February 1966 | Volume 17, Issue 2
No student of naval history is likely to forget Admiral Mahan’s famous line about the storm-tossed British warships that stood between Napoleon’s army and the dominion of the world. Britain stayed afloat during the desperate wars that followed the French Revolution largely because the British fleet did its long, hard job with such fidelity and confidence. The legend of Britain’s indomitable Jack Tar seems to get most of its substance from the two decades that began in the mid-1790’s.
Yet the record of those great years contains one very singular chapter that is too often overlooked. For in 1797, when Britain stood alone against a Europe dominated by France’s revolutionary armies—a moment of crisis just about as sharp as the one that followed Dunkirk, nearly a century and a half later—the British fleet mutinied. During the most critical weeks of the war, 50,000 British sailors manning more than 100 warships went completely out of control. The instrument on which the British nation relied for survival suddenly became unusable, and all that saved the day was that Britain’s enemies did not know what was happening.
James Dugan tells the story of this amazing episode in The Great Mutiny , a thoughtful, well-documented book that makes absorbing reading and casts a revealing light on the great legend of British sea power.
Heaven knows, the British sailor at that time had reason enough for mutiny. His pay was much too low, and in addition he rarely got it; his food was atrocious, his living conditions aboard ship were bad enough to cause a riot in a penitentiary, and he was subjected to a brutal discipline that makes what Captain Bligh did to the crew of the Bounty look mild. (As a matter of fact, it was mild: Bligh was skipper of one of the ships involved in the 1797 mutiny, and from the record it appears that he was one of the better captains in the fleet.) And so, at a moment when the French were preparing to invade either Ireland or England itself, and the hostile Dutch fleet was waiting its chance to come out and make an attack of its own, there came a crippling mutiny.
The first chapter came in the principal fleet anchorage at Spithead, just outside the great naval base at Portsmouth. It resembled a sit-down strike, and one is tempted to remark that as a mutiny it was typically British: that is, the crews showed no disrespect to their officers, there was no violence whatever, the mutineers even promised to drop everything and go back to work if the French fleet really put to sea, everything was very orderly, and the ships were kept in full readiness for action. But the Admiralty had lost every vestige of control, and after a lot of indignant hemming and hawing, the government finally buckled down to it and dealt with the mutineers just as a factory management might deal with a militant union.
The Admiralty was lucky in the person it chose to deal with the seamen—Admiral Lord Richard Howe, a retired naval hero highly popular with the enlisted men, who knew him as “Black Dick”: a man who seems to have had none of the knock-’em-dead stuffiness traditional with British admirals of that day. Howe talked with the leaders of the mutiny as if they were reasonable men, found out that they were, and at last worked out a deal; his biggest problem apparently was to get government and Parliament to ratify the deal after it had been accepted by the seamen.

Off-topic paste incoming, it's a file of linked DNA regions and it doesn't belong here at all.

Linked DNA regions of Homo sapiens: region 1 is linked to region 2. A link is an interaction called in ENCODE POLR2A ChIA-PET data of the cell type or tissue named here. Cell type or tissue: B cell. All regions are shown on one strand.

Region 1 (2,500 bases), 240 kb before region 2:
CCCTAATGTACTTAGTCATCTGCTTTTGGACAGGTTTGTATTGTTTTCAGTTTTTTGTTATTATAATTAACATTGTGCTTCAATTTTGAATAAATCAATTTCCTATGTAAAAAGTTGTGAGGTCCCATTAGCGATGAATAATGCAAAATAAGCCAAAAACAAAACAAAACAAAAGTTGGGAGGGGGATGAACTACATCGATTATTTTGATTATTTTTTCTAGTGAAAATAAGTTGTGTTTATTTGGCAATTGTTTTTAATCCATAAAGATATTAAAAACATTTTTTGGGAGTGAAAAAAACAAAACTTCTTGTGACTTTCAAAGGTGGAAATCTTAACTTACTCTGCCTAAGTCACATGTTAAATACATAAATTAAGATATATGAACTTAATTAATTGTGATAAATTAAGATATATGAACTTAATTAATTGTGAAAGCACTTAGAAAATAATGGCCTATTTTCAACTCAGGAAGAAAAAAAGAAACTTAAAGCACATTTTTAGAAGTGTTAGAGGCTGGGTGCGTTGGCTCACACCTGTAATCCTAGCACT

The deal was simple enough. There was a raise in pay, an improvement in food, some modification of the harsh rules that kept sailors from getting shore leave, and—not put down in writing, but nevertheless binding—an arrangement to get the most sadistic of the officers transferred to other assignments. It worked, the mutiny suddenly ended, and the battle fleet could be used once more.
The Great Mutiny, by James Dugan. G. P. Putnam’s Sons. 511 pp. $6.95.
That was the first chapter. The second came in the anchorage at the Nore, at Sheerness near the mouth of the Thames. The sailors there found out what was up, put on a mutiny of their own, were assured that the gains made at Spithead would apply to them—and then undertook to raise some additional demands and created a very different sort of situation. This mutiny became everything that the mutiny at Spithead was not: that is, it was rough, disorderly, strongly tinged with an overlay of political radicalism that seemed to owe something to the Jacobin fervor of the French revolutionists. At Spithead, the leaders of the mutiny were all but unidentifiable: at the Nore they were way out in front, fighting partly for better working conditions and partly for their own aggrandizement. They overplayed their hand, and in the end the Nore mutiny was suppressed by force of arms, with two or three dozen hangings and a vast number of floggings.
And, in the end, the fleet went back to duty and the moment of crisis passed. It was a strange, strange business, altogether: two mutinies, one bloodless and almost friendly, the other as grim as any mutiny could be; the two together casting a strange light on the undying legend of the stouthearted British sailor.